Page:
15

How come the body element doesn't use overflow-y: auto yet it still behaves the same way?

I believe it defaults to visible, but how does it actually work?

3
  • there is not need to use overflow:auto property in <body> unless you use 'overfloe:hidden' to it because by default overflow is visible in body Apr 22, 2016 at 12:51
  • There's basically nothing other than the body to be displayed, so the visible value makes no sense. Thus, it probably defaults to auto.
    – JCOC611
    Apr 22, 2016 at 12:53
  • 1
    I don't follow. The default value is visible. I'm wondering why <body> doesn't need overflow-y: auto like other elements do, in order to make it scrollable. Apr 22, 2016 at 13:15

2 Answers 2

8

The body (and html) tag are special cases, being at the root of the DOM hierarchy, and browsers must render these as if they were set to auto.

This is outlined in the overflow documentation on W3 back in CSS 2.1:

UAs must apply the 'overflow' property set on the root element to the viewport. When the root element is an HTML "HTML" element or an XHTML "html" element, and that element has an HTML "BODY" element or an XHTML "body" element as a child, user agents must instead apply the 'overflow' property from the first such child element to the viewport, if the value on the root element is 'visible'. The 'visible' value when used for the viewport must be interpreted as 'auto'. The element from which the value is propagated must have a used value for 'overflow' of 'visible'.

4
  • 1
    Thanks! Do you happen to know a resource that lists all the special cases for <html> and <body> tags? I already encountered a couple, such as <html>s width and height corresponding to the viewport. It'd be nice if there's a single place I can go to get a deeper understanding instead of having to scan through W3 or stackoverflow as I come across them. Apr 22, 2016 at 13:57
  • No, I don't. I am pretty sure it is just the width/height on html, and a position static on the body, aside from the overflow quirks. I think body has a default margin, but that is obvious. I don't know of any other cases where the default values are overridden or handled differently, but I could be wrong.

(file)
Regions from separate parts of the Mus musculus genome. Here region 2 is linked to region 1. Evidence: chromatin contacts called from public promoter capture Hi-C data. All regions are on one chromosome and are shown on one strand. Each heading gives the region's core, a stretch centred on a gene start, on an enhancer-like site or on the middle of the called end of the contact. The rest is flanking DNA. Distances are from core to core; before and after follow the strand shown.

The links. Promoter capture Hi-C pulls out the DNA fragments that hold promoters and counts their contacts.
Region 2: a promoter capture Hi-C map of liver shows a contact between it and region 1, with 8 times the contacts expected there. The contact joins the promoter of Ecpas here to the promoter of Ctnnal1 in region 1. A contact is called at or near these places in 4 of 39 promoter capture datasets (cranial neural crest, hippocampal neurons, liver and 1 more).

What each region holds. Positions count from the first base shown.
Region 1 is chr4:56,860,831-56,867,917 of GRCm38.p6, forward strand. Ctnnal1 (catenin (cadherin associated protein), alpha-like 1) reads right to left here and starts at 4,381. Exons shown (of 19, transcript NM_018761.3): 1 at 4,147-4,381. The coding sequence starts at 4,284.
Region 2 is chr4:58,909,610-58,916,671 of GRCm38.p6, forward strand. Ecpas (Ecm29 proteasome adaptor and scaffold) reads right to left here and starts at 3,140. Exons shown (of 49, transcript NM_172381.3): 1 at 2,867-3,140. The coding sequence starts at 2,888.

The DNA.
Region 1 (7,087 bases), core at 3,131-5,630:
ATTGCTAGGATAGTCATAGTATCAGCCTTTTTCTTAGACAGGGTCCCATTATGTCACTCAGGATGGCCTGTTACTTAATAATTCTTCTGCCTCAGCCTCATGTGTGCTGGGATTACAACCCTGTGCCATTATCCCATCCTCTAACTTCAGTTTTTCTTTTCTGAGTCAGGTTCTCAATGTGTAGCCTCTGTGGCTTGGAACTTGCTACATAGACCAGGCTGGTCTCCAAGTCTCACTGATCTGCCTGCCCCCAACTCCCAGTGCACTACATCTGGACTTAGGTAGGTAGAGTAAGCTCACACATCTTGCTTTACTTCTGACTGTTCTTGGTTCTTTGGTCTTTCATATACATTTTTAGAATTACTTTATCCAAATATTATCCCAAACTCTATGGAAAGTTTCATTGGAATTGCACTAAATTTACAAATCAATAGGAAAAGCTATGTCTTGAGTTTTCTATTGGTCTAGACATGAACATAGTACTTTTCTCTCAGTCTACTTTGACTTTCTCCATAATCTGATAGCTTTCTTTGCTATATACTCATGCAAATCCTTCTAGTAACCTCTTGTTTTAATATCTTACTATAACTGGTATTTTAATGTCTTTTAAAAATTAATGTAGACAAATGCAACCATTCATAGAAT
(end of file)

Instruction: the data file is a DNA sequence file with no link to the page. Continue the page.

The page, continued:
– jeffjenx
    Apr 22, 2016 at 14:08
  • You could start here which is where I got started with my answer. Also here for documentation on all W3C standards. Looks like there have been revisions added to the DOM documentation as recently as November 2015, so should be reliable Apr 22, 2016 at 14:11
  • On Chrome 106, if <html> element has an overflow:hidden, setting overflow:initial on the <body> element is computed as overflow:visible. If I change that to overflow:auto as suggested, the behavior changes. So, at least on Chrome 106 desktop, visible seems to be the default for <body> if the value of the root element is NOT visible (does not violate W3C).
    – Pierre
    Oct 17, 2022 at 10:20
5

Had to look into some white papers for this one. The body element is a special element in the DOM and has some "pseudo-immutable" properties that I'll get to in the answer.

First off, W3C position documentation points out the following:

The BODY element defines a special implicit container having the following properties:

  • Its position, width, height and clipping region are determined by the User Agent, and may not be modified.
  • It establishes a coordinate system for child elements, with the origin at the document's logical top, left corner.

Knowing this, we dig into what the defaults for these properties are for the body. The position is set to static which ends up making its height and width properties inherited from the parent html element.

I found this documentation a little bit strange in that I could change the value of the height on the body element and set a border around it:

body {
  border: 1px solid black;
  background-color: #1db3e7;
  height: 100px;
  width: 30em;
  margin: 0 auto;
  border-top: none;
  padding: 1em;
}
<body>

Lorem ipsum dolor sit amet, consectetur adipiscing elit. Vestibulum iaculis dolor eget risus ultrices mattis. Maecenas dolor est, malesuada ac efficitur sed, cursus quis nibh. Sed vulputate arcu molestie ipsum pharetra hendrerit vitae ac mauris. Duis quis purus quis elit varius convallis. Proin dictum nec purus eget accumsan. Suspendisse dignissim sollicitudin risus. Praesent nec quam in nisl dictum lobortis. Maecenas ultricies purus nec turpis egestas, ultrices elementum arcu pretium. Vestibulum id diam eu arcu placerat ultrices. Donec porta augue magna, eu tristique dui sodales in. Vestibulum ante ipsum primis in faucibus orci luctus et ultrices posuere cubilia Curae; In hac habitasse platea dictumst.

</body>

However, no matter what position and overflow I set, the text always has the capability to go beyond this border. This speaks to the immutable-ness of the position property, but it did make me question that statement for height.

Finally, the html element is what is actually making the scrollbar appear, based on the body's width and height dependency on the html element and its default position value. The first entry to controlling the page's scroll would be on the first child element of the body element.

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